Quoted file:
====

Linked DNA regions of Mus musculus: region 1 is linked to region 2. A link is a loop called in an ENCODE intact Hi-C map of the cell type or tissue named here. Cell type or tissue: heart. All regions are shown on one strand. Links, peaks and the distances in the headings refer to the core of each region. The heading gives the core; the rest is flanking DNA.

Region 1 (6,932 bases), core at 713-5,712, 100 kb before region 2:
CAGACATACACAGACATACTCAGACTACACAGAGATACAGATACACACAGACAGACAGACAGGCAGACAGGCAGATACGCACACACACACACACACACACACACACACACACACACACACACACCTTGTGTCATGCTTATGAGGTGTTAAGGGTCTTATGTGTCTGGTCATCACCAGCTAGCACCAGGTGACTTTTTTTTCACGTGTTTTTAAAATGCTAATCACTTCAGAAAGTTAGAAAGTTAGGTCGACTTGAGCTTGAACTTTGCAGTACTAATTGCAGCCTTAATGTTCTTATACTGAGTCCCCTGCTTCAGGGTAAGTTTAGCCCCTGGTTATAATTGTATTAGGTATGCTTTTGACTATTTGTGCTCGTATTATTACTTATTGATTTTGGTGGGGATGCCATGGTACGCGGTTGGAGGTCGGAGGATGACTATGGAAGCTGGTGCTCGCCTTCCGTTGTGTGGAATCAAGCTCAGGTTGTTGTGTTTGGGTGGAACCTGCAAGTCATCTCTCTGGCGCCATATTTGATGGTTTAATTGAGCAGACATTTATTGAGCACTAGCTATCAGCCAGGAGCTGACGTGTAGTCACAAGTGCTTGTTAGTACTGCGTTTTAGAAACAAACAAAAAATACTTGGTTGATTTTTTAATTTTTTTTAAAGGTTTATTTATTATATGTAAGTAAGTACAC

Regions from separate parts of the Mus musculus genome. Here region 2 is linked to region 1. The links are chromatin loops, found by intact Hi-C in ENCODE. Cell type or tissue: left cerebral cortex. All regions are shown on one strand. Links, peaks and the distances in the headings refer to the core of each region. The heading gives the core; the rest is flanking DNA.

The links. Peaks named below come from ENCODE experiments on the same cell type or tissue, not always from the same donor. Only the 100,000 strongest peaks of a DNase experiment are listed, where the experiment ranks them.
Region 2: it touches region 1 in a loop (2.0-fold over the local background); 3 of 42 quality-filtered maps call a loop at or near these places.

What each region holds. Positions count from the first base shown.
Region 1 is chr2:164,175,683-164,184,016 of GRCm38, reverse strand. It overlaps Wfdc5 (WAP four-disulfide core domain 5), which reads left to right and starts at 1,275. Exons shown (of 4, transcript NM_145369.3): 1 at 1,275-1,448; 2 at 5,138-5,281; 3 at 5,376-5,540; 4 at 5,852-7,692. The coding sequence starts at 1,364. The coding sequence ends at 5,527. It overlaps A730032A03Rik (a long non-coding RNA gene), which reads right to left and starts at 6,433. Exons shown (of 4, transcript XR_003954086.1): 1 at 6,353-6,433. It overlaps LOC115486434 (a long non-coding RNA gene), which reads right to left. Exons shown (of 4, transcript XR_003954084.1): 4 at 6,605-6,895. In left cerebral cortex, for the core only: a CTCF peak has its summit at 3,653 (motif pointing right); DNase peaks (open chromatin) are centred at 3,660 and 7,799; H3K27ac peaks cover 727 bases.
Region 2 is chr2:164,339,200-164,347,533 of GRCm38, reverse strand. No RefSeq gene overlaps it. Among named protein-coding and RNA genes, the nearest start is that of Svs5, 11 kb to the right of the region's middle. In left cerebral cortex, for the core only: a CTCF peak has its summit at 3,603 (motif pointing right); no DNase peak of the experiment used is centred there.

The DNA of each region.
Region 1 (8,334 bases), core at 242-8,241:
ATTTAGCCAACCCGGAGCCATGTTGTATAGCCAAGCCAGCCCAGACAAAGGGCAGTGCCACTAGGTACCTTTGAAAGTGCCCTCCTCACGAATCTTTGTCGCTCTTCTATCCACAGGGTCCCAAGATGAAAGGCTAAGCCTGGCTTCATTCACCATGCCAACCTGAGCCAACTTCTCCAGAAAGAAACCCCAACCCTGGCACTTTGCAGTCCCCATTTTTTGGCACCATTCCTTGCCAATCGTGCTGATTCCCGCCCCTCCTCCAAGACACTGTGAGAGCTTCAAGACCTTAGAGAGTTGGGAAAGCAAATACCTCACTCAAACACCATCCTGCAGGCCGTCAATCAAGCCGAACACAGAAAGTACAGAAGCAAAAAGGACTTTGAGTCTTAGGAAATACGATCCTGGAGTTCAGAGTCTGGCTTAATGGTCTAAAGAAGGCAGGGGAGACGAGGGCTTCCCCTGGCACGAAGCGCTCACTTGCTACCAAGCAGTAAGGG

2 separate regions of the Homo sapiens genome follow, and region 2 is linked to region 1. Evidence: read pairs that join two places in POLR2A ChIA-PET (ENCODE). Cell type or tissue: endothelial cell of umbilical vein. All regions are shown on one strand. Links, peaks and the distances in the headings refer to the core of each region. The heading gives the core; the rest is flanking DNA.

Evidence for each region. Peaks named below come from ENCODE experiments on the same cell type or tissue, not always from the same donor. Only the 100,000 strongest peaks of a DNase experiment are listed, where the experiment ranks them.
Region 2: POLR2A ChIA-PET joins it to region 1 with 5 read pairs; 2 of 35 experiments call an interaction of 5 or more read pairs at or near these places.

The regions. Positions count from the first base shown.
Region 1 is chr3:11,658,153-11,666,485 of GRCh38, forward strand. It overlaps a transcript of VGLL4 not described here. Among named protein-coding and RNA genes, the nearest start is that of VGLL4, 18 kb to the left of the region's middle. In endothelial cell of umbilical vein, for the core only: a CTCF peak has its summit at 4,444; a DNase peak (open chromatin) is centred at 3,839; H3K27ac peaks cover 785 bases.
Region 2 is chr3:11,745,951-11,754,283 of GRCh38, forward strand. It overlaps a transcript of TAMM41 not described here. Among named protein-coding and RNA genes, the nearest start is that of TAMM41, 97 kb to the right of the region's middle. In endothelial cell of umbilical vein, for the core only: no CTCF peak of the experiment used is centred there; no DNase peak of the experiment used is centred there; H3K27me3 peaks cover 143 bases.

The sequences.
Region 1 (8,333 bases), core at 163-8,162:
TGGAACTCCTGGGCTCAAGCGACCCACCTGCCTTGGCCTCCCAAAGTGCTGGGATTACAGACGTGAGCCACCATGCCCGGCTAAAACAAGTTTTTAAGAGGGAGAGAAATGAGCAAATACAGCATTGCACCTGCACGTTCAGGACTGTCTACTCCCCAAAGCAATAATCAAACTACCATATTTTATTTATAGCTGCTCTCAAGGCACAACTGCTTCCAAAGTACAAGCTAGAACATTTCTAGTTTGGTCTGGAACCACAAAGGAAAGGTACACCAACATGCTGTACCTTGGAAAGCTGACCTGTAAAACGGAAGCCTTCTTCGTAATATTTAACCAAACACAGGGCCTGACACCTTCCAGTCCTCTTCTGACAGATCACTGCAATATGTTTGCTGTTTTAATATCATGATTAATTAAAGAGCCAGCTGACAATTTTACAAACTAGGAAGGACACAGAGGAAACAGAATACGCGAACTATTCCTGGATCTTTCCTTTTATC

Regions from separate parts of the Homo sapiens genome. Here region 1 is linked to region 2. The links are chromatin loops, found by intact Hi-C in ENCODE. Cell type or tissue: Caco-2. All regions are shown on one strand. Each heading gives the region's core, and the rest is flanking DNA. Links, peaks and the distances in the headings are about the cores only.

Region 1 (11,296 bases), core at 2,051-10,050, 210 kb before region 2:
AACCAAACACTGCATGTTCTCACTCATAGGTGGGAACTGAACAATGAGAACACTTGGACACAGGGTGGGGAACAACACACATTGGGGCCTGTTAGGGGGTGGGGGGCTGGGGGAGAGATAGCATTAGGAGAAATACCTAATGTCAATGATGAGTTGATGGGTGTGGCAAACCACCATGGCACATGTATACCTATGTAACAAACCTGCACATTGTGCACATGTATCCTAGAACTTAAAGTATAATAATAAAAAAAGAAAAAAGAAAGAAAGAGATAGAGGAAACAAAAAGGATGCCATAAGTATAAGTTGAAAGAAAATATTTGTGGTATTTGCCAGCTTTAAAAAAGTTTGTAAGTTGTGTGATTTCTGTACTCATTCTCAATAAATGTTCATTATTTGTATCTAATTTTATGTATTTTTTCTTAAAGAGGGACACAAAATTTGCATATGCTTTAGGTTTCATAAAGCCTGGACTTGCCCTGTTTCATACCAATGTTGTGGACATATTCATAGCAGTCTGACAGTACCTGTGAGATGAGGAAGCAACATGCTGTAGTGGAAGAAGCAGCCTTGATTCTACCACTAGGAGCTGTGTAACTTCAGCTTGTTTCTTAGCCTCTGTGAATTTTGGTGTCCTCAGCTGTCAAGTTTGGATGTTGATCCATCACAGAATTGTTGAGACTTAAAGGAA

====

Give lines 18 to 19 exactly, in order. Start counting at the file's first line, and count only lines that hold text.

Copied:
Region 2 is chr3:11,745,951-11,754,283 of GRCh38, forward strand. It overlaps a transcript of TAMM41 not described here. Among named protein-coding and RNA genes, the nearest start is that of TAMM41, 97 kb to the right of the region's middle. In endothelial cell of umbilical vein, for the core only: no CTCF peak of the experiment used is centred there; no DNase peak of the experiment used is centred there; H3K27me3 peaks cover 143 bases.

The sequences.